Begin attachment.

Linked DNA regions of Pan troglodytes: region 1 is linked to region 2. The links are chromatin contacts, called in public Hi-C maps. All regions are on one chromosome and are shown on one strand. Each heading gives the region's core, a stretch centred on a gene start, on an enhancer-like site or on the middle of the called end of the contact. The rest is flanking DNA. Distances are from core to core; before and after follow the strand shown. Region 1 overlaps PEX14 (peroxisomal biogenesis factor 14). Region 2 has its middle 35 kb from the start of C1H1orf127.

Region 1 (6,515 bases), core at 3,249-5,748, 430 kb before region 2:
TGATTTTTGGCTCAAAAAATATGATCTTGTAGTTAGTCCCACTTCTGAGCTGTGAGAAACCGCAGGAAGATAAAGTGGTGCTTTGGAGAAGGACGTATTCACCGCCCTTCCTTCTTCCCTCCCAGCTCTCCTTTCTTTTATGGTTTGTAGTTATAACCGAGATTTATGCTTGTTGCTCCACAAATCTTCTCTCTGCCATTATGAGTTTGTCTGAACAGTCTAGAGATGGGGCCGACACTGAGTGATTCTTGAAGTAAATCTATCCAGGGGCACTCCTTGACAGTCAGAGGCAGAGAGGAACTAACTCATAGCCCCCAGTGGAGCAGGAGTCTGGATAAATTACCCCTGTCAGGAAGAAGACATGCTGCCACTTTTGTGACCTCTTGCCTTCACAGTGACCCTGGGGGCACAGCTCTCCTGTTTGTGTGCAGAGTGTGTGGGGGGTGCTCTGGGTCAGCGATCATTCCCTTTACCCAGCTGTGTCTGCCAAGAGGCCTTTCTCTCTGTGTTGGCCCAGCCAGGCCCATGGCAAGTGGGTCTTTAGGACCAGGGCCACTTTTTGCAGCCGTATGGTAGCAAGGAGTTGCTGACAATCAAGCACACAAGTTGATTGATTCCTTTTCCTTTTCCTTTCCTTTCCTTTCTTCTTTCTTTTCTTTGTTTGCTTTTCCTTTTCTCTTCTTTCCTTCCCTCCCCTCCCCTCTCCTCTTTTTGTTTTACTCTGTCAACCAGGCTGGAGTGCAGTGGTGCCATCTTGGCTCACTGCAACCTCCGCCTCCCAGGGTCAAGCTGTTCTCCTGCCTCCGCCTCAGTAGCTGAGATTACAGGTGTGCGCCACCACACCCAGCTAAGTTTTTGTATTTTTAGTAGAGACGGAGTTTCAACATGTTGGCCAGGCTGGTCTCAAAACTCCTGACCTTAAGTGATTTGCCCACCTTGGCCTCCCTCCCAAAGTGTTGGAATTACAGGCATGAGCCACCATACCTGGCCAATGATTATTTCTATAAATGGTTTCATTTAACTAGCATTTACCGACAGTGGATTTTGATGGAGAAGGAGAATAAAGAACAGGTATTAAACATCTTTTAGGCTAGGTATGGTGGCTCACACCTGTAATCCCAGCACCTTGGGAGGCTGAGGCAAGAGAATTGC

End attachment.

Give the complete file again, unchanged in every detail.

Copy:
Linked DNA regions of Pan troglodytes: region 1 is linked to region 2. The links are chromatin contacts, called in public Hi-C maps. All regions are on one chromosome and are shown on one strand. Each heading gives the region's core, a stretch centred on a gene start, on an enhancer-like site or on the middle of the called end of the contact. The rest is flanking DNA. Distances are from core to core; before and after follow the strand shown. Region 1 overlaps PEX14 (peroxisomal biogenesis factor 14). Region 2 has its middle 35 kb from the start of C1H1orf127.

Region 1 (6,515 bases), core at 3,249-5,748, 430 kb before region 2:
TGATTTTTGGCTCAAAAAATATGATCTTGTAGTTAGTCCCACTTCTGAGCTGTGAGAAACCGCAGGAAGATAAAGTGGTGCTTTGGAGAAGGACGTATTCACCGCCCTTCCTTCTTCCCTCCCAGCTCTCCTTTCTTTTATGGTTTGTAGTTATAACCGAGATTTATGCTTGTTGCTCCACAAATCTTCTCTCTGCCATTATGAGTTTGTCTGAACAGTCTAGAGATGGGGCCGACACTGAGTGATTCTTGAAGTAAATCTATCCAGGGGCACTCCTTGACAGTCAGAGGCAGAGAGGAACTAACTCATAGCCCCCAGTGGAGCAGGAGTCTGGATAAATTACCCCTGTCAGGAAGAAGACATGCTGCCACTTTTGTGACCTCTTGCCTTCACAGTGACCCTGGGGGCACAGCTCTCCTGTTTGTGTGCAGAGTGTGTGGGGGGTGCTCTGGGTCAGCGATCATTCCCTTTACCCAGCTGTGTCTGCCAAGAGGCCTTTCTCTCTGTGTTGGCCCAGCCAGGCCCATGGCAAGTGGGTCTTTAGGACCAGGGCCACTTTTTGCAGCCGTATGGTAGCAAGGAGTTGCTGACAATCAAGCACACAAGTTGATTGATTCCTTTTCCTTTTCCTTTCCTTTCCTTTCTTCTTTCTTTTCTTTGTTTGCTTTTCCTTTTCTCTTCTTTCCTTCCCTCCCCTCCCCTCTCCTCTTTTTGTTTTACTCTGTCAACCAGGCTGGAGTGCAGTGGTGCCATCTTGGCTCACTGCAACCTCCGCCTCCCAGGGTCAAGCTGTTCTCCTGCCTCCGCCTCAGTAGCTGAGATTACAGGTGTGCGCCACCACACCCAGCTAAGTTTTTGTATTTTTAGTAGAGACGGAGTTTCAACATGTTGGCCAGGCTGGTCTCAAAACTCCTGACCTTAAGTGATTTGCCCACCTTGGCCTCCCTCCCAAAGTGTTGGAATTACAGGCATGAGCCACCATACCTGGCCAATGATTATTTCTATAAATGGTTTCATTTAACTAGCATTTACCGACAGTGGATTTTGATGGAGAAGGAGAATAAAGAACAGGTATTAAACATCTTTTAGGCTAGGTATGGTGGCTCACACCTGTAATCCCAGCACCTTGGGAGGCTGAGGCAAGAGAATTGC